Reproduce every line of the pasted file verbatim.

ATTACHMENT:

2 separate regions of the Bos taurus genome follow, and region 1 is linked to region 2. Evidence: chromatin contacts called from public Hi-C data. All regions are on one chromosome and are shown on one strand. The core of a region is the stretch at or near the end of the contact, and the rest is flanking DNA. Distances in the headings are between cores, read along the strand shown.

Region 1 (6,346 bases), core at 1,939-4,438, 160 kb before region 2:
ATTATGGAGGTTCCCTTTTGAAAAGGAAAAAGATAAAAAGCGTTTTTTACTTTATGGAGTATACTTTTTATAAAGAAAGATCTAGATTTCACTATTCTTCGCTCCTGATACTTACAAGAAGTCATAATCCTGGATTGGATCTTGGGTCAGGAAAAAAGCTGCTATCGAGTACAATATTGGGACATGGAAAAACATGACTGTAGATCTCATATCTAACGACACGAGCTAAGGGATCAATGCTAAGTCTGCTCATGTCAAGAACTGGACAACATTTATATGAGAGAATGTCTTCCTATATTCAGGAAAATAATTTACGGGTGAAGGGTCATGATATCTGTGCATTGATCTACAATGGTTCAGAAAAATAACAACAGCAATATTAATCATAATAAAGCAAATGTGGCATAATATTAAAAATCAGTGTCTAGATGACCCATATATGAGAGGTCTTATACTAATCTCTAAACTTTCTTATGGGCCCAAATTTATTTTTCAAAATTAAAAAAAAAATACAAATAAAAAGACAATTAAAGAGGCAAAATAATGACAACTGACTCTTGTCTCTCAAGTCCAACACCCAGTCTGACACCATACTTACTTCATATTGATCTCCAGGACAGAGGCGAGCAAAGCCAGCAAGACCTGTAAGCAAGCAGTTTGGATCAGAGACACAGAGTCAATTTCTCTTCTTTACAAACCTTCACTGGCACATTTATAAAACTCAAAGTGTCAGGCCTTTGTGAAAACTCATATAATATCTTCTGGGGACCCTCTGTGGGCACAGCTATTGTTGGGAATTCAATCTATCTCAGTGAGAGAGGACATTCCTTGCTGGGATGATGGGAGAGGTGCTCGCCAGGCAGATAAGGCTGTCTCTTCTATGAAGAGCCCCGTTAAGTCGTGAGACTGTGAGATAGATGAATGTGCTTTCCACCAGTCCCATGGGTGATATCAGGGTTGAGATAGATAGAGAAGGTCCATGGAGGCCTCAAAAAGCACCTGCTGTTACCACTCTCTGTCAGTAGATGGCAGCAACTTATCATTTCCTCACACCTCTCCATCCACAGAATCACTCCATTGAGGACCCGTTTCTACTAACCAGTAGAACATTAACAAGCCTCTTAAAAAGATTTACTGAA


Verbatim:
2 separate regions of the Bos taurus genome follow, and region 1 is linked to region 2. Evidence: chromatin contacts called from public Hi-C data. All regions are on one chromosome and are shown on one strand. The core of a region is the stretch at or near the end of the contact, and the rest is flanking DNA. Distances in the headings are between cores, read along the strand shown.

Region 1 (6,346 bases), core at 1,939-4,438, 160 kb before region 2:
ATTATGGAGGTTCCCTTTTGAAAAGGAAAAAGATAAAAAGCGTTTTTTACTTTATGGAGTATACTTTTTATAAAGAAAGATCTAGATTTCACTATTCTTCGCTCCTGATACTTACAAGAAGTCATAATCCTGGATTGGATCTTGGGTCAGGAAAAAAGCTGCTATCGAGTACAATATTGGGACATGGAAAAACATGACTGTAGATCTCATATCTAACGACACGAGCTAAGGGATCAATGCTAAGTCTGCTCATGTCAAGAACTGGACAACATTTATATGAGAGAATGTCTTCCTATATTCAGGAAAATAATTTACGGGTGAAGGGTCATGATATCTGTGCATTGATCTACAATGGTTCAGAAAAATAACAACAGCAATATTAATCATAATAAAGCAAATGTGGCATAATATTAAAAATCAGTGTCTAGATGACCCATATATGAGAGGTCTTATACTAATCTCTAAACTTTCTTATGGGCCCAAATTTATTTTTCAAAATTAAAAAAAAAATACAAATAAAAAGACAATTAAAGAGGCAAAATAATGACAACTGACTCTTGTCTCTCAAGTCCAACACCCAGTCTGACACCATACTTACTTCATATTGATCTCCAGGACAGAGGCGAGCAAAGCCAGCAAGACCTGTAAGCAAGCAGTTTGGATCAGAGACACAGAGTCAATTTCTCTTCTTTACAAACCTTCACTGGCACATTTATAAAACTCAAAGTGTCAGGCCTTTGTGAAAACTCATATAATATCTTCTGGGGACCCTCTGTGGGCACAGCTATTGTTGGGAATTCAATCTATCTCAGTGAGAGAGGACATTCCTTGCTGGGATGATGGGAGAGGTGCTCGCCAGGCAGATAAGGCTGTCTCTTCTATGAAGAGCCCCGTTAAGTCGTGAGACTGTGAGATAGATGAATGTGCTTTCCACCAGTCCCATGGGTGATATCAGGGTTGAGATAGATAGAGAAGGTCCATGGAGGCCTCAAAAAGCACCTGCTGTTACCACTCTCTGTCAGTAGATGGCAGCAACTTATCATTTCCTCACACCTCTCCATCCACAGAATCACTCCATTGAGGACCCGTTTCTACTAACCAGTAGAACATTAACAAGCCTCTTAAAAAGATTTACTGAA